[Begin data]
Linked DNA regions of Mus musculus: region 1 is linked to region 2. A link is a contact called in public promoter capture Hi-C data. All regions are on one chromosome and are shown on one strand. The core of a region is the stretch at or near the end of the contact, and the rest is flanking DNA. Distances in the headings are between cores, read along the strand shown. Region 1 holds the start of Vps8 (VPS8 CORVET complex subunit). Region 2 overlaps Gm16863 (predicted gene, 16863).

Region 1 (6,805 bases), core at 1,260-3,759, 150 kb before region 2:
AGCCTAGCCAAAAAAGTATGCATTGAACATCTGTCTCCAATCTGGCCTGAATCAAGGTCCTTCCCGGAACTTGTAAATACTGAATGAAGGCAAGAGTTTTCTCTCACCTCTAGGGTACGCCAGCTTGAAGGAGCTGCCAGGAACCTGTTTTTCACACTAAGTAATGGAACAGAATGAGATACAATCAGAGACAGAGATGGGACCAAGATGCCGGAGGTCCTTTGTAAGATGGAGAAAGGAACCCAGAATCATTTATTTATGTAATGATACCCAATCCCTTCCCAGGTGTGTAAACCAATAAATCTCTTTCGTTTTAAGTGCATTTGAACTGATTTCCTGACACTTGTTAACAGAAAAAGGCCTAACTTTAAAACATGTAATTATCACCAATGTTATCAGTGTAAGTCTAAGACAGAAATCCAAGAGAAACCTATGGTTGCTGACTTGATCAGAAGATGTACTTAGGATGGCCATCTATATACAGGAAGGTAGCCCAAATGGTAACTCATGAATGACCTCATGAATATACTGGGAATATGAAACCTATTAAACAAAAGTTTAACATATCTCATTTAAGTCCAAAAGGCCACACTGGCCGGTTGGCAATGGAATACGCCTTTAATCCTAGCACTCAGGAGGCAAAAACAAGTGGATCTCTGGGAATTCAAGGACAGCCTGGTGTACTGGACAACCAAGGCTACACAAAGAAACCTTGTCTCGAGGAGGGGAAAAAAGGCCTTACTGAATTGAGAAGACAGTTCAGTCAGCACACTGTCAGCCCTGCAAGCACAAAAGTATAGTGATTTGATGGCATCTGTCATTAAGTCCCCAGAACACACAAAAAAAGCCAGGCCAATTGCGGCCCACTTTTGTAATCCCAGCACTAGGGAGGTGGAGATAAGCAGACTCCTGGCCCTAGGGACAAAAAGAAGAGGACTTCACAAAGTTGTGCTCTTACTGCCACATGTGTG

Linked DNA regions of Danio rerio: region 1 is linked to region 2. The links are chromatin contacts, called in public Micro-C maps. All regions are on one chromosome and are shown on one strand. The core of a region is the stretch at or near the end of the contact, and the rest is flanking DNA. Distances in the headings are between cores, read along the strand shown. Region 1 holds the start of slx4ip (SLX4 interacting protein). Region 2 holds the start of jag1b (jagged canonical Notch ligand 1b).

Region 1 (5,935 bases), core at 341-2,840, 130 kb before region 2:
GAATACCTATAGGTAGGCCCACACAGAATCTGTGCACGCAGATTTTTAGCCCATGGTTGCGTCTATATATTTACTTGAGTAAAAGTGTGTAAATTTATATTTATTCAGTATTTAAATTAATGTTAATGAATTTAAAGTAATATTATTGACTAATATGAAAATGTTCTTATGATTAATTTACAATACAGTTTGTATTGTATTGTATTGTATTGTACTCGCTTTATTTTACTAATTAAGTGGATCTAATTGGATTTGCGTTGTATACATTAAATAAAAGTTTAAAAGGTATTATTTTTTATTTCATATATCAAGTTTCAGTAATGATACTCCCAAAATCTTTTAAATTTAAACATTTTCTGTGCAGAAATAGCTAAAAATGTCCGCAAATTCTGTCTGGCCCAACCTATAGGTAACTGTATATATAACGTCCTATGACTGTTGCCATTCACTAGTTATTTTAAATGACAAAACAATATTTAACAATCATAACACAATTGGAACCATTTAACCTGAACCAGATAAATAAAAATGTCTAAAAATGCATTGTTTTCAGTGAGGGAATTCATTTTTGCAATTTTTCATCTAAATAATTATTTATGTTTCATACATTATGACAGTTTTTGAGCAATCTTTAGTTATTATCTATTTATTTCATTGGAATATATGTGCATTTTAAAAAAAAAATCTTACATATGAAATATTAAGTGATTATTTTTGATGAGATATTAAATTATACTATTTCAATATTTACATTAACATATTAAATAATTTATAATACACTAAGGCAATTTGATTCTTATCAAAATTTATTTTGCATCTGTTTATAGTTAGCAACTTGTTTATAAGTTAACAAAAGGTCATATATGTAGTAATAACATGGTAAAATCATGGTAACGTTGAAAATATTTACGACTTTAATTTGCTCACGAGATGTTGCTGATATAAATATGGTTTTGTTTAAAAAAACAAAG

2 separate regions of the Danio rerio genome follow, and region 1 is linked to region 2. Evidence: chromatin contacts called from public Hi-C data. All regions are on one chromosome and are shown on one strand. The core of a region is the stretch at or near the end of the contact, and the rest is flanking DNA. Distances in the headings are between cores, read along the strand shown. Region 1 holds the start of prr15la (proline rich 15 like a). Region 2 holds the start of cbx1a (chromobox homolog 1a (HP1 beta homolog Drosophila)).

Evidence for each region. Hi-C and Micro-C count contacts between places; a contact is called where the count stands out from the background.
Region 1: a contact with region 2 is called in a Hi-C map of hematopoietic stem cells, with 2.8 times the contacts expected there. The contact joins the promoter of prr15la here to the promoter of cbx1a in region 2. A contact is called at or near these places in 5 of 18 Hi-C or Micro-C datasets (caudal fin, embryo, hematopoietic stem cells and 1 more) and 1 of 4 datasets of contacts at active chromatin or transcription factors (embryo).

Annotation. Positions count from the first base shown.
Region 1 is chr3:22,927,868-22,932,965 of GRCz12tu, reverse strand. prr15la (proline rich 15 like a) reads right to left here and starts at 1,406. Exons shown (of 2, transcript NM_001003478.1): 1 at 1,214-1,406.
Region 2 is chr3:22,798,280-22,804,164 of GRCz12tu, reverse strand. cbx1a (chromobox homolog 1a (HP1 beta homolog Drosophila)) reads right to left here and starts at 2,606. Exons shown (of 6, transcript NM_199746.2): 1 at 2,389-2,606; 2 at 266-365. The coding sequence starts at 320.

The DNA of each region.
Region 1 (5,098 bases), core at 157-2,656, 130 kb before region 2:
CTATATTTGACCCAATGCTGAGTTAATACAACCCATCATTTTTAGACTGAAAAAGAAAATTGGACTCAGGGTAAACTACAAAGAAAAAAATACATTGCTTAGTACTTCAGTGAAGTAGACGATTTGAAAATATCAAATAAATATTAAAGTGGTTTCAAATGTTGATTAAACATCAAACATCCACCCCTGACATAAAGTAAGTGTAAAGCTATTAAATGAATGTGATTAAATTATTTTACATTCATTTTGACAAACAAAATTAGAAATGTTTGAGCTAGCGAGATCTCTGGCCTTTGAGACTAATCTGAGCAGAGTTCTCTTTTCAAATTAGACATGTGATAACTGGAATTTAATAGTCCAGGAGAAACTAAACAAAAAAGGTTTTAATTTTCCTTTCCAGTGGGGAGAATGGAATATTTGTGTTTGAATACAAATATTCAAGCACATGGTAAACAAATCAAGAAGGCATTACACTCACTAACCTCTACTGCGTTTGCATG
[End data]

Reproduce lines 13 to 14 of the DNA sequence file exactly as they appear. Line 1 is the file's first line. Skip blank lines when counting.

The DNA of each region.
Region 1 (5,098 bases), core at 157-2,656, 130 kb before region 2: